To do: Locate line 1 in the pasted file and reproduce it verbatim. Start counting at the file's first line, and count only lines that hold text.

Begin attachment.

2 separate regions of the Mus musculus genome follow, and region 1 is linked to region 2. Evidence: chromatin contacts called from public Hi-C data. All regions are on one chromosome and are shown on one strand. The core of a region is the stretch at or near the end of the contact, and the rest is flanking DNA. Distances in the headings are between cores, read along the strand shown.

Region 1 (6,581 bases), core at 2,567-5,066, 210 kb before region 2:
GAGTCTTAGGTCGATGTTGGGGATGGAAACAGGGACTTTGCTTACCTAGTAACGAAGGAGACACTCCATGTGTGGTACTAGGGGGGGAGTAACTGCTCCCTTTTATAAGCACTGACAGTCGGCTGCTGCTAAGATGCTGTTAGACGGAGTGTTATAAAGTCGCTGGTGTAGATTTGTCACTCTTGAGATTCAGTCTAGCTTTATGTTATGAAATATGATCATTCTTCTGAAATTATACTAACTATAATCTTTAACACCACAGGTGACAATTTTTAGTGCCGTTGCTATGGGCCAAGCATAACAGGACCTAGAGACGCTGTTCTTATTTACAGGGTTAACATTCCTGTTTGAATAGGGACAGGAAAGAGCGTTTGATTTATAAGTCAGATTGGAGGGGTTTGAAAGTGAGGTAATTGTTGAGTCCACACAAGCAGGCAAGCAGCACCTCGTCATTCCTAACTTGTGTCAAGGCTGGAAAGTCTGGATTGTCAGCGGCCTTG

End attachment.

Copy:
2 separate regions of the Mus musculus genome follow, and region 1 is linked to region 2. Evidence: chromatin contacts called from public Hi-C data. All regions are on one chromosome and are shown on one strand. The core of a region is the stretch at or near the end of the contact, and the rest is flanking DNA. Distances in the headings are between cores, read along the strand shown.